Now we begin to describe our perspective on how we view God and how we relate to our Creator. Not surprisingly, these descriptions appear in sets of three, corresponding to the AVOT. We start with by describing God as 1. GADOL (great), 2. GIBOR (mighty), 3. NORAH (awesome). Then we move on to categorize God 1. is the most-high God (E-L ELYON), 2. bestows acts of loving kindness (GOMEL CHASADIM), and 3. creates and, therefore, owns everything (KONEH HAKOL). Next, we relate God’s actions on our behalf; 1. God remembers the kindness of the AVOT, 2. brings a redeemer to their descendants, and 3. this is all accomplished through the Divine name in love. Finally, we declare that God is the King who will 1. help, 2. save, and 3. shield us.

It’s important to point out that we love three-part concepts. At the beginning of Pirkei Avot, these same authors of the Amida, the Men of the Great Assembly, teach us three ideas: 1. Be careful (cautious, patient) in the administration of justice, 2. raise many disciples and 3. make a fence round the Torah. Then Shimon HaZadik, one of the last members of this august council informs us that this world stands on three pillars, 1. Torah, 2, Divine worship (AVODA), and 3. acts of loving kindness (GEMILAT CHESED). 

Please, be aware that this love of triple ideas is a bedrock of this world of ours. Our earthly realm is three dimensional and can only find stability in groups of three, as in a three-legged stool. Therefore prayers, hopes and wishes for this earth will often be expressed in triplets. This is in stark contrast to God and the Celestial Realm where there is perfect unity. Never forget: God is absolutely ONE! 

We end this first blessing of the Amida with a bit of a surprise: Blessed are You, O Lord, Who is the Shield of Avraham. Really! After all that effort to keep our observations about God in threes, out of respect for the three Avot, we end by just mentioning Avraham, and God’s promise to him when he felt vulnerable: Fear not, Avram, I am your shield, your reward is truly immense (Breishit 15:1).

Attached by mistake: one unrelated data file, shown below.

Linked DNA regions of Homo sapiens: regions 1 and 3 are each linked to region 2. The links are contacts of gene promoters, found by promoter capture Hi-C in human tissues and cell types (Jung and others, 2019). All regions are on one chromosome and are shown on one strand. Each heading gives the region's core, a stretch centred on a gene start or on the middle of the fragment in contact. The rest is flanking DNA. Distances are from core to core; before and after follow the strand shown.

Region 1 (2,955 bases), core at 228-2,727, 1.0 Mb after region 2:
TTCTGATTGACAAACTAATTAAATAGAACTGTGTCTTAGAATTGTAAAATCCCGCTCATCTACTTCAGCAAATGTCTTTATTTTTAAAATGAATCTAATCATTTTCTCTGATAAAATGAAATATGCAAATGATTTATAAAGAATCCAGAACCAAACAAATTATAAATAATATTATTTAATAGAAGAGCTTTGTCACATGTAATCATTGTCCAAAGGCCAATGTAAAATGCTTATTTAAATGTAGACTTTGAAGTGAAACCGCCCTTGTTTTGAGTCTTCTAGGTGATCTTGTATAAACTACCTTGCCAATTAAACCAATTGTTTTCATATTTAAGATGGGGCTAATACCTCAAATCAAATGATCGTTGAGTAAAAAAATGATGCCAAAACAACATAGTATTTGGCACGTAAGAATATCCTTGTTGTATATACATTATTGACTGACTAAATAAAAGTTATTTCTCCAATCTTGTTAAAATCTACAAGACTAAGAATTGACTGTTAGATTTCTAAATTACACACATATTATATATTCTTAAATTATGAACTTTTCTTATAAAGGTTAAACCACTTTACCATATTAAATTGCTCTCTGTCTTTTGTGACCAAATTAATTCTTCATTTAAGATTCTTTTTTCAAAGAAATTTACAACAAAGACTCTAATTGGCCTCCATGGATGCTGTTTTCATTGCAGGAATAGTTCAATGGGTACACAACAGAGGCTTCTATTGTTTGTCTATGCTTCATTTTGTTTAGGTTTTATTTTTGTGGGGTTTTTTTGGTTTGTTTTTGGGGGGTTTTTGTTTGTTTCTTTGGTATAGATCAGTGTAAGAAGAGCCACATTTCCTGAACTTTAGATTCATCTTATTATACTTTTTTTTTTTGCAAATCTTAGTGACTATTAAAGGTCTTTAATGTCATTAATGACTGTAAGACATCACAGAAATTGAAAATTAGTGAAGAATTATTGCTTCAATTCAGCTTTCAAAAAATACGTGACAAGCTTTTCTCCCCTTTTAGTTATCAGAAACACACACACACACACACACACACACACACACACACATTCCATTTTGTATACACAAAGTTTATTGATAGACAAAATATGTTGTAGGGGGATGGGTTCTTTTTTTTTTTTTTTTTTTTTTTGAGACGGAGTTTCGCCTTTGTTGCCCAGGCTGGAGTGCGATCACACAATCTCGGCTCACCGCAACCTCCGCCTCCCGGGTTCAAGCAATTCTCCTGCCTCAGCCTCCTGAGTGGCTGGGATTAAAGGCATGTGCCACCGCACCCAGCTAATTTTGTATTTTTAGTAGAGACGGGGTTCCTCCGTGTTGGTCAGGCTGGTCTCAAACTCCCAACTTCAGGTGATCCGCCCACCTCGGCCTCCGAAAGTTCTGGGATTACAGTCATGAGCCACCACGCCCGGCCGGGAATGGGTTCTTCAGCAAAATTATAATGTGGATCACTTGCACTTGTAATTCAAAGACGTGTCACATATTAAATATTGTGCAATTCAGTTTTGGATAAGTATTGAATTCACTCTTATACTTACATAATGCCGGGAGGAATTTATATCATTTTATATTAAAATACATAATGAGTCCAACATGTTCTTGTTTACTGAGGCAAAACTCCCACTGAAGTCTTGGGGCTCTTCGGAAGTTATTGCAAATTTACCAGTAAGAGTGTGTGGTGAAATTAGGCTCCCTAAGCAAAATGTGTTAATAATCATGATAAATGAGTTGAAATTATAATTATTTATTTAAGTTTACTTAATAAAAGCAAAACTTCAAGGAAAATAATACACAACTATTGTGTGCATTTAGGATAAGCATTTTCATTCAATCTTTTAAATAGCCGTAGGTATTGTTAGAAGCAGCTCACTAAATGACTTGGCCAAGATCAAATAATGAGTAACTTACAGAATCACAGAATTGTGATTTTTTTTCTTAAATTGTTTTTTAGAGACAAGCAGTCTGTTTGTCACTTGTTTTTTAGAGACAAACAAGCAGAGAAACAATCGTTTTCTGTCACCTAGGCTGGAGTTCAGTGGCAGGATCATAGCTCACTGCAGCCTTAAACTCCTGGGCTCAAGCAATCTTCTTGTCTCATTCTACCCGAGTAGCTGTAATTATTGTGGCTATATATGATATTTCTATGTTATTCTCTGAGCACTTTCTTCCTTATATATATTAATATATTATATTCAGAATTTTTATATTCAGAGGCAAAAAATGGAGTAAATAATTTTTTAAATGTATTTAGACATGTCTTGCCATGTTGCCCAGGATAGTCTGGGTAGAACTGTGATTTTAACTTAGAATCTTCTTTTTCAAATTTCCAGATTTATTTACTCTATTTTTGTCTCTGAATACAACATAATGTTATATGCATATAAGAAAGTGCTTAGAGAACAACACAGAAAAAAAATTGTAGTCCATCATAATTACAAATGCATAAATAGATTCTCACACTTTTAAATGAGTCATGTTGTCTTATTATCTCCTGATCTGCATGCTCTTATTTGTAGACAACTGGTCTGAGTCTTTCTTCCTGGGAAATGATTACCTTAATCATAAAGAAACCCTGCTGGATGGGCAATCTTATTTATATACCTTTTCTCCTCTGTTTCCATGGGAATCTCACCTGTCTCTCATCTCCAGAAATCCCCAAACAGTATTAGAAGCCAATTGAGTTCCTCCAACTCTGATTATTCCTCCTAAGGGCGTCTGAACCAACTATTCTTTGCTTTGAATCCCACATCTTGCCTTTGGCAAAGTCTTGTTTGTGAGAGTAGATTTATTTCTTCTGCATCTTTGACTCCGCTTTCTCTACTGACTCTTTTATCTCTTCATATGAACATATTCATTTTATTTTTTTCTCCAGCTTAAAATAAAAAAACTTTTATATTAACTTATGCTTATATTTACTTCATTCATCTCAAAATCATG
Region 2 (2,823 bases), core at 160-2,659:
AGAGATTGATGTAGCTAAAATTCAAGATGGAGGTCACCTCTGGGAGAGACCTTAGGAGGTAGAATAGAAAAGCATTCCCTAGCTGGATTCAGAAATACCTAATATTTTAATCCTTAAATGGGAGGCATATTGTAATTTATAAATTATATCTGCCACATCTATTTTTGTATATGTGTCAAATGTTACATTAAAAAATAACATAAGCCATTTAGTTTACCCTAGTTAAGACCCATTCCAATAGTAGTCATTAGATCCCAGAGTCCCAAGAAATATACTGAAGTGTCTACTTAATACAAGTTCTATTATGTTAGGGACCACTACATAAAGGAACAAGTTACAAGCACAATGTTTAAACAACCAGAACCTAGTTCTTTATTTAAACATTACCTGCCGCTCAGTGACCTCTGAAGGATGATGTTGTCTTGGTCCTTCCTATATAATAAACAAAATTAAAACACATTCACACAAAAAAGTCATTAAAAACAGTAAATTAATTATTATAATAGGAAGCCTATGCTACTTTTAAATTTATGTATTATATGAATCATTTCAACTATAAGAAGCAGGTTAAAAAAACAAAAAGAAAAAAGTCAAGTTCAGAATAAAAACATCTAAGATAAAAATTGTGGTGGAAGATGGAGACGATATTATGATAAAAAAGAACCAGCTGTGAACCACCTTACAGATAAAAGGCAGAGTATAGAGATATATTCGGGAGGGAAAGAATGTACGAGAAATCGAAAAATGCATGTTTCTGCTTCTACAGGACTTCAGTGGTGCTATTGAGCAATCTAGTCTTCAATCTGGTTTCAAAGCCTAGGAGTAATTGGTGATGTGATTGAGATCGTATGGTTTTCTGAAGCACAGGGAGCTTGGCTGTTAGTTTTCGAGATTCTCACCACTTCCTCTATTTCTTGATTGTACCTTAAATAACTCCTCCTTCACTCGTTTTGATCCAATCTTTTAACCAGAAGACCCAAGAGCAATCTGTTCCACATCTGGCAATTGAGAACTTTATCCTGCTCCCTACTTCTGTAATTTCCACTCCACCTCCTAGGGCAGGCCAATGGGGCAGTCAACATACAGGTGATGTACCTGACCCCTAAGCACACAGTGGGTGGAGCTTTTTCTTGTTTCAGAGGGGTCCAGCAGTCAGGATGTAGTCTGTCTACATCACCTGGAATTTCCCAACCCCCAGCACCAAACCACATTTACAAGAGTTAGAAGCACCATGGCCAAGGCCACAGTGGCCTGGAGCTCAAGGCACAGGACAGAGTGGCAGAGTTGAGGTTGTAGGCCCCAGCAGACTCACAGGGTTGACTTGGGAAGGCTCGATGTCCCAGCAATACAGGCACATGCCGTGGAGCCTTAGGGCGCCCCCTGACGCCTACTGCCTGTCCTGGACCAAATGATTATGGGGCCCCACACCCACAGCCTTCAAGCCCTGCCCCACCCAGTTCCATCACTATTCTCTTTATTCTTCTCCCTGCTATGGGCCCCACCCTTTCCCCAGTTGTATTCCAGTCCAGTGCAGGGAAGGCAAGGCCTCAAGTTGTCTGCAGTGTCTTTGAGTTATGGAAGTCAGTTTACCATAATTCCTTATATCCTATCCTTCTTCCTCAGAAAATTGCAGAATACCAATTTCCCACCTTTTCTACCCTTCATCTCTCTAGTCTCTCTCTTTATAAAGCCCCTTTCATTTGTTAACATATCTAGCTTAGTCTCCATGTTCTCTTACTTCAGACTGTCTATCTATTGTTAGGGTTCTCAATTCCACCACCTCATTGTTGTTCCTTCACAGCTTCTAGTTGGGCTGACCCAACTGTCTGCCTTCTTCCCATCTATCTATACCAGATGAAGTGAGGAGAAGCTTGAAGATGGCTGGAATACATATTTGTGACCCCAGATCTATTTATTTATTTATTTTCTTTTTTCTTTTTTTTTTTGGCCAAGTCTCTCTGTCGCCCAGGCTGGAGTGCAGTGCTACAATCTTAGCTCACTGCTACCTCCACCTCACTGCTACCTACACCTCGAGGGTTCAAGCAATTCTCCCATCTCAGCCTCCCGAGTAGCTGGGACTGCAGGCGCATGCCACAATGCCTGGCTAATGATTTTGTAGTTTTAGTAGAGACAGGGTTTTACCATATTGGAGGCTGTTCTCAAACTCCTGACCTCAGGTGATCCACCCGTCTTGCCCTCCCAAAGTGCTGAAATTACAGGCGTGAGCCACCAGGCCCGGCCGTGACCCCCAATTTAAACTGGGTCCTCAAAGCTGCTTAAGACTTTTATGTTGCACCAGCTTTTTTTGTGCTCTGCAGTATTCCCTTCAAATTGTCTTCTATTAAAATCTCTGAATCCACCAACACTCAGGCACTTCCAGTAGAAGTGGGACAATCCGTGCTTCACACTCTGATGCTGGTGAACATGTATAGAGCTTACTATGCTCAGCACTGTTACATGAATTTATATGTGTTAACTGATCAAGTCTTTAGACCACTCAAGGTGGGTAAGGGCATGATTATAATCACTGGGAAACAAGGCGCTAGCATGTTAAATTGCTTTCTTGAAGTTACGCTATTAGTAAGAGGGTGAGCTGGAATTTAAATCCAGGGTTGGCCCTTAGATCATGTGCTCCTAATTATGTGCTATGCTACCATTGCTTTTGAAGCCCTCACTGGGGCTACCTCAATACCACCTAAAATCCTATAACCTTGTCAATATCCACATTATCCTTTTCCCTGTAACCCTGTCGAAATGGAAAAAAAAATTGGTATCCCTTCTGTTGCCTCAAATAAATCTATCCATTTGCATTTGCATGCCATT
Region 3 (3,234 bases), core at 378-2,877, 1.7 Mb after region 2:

Our religion is the result of contributions of all three Avot, but our right to address God will always stem from the SACHAR (reward, merit, wages) of Avraham. He not only started our people; he began the Divine bank account which we will always draw upon. He will always be our permission to pray. The ticket into God’s Presence is the membership card in Avraham’s family, either by birth or by choice. 

There is a curious HALACHA, law and custom, about this blessing. Even though one should have KAVANA (intention and sense of purpose) for the entire enterprise of davening, it’s only this BRACHA which absolutely requires it. Without KAVANA for this blessing, one has not fulfilled the traditional requirement of prayer. Why? Because this blessing describes, not only how Jewish worship developed from the efforts of the Avot. These ancestors, and primarily Avraham, began the eternal relationship with the Eternal One. Without acknowledging that reality, we have no right to think that we have offered a Jewish prayer.   

About the Author
Born in Malden, MA, 1950. Graduate of YU, taught for Rabbi Riskin in Riverdale, NY, and then for 18 years in Efrat with R. Riskin and R. Brovender at Yeshivat Hamivtar. Spent 16 years as Educational Director, Cong. Agudath Sholom, Stamford, CT. Now teach at OU Center and Yeshivat Orayta.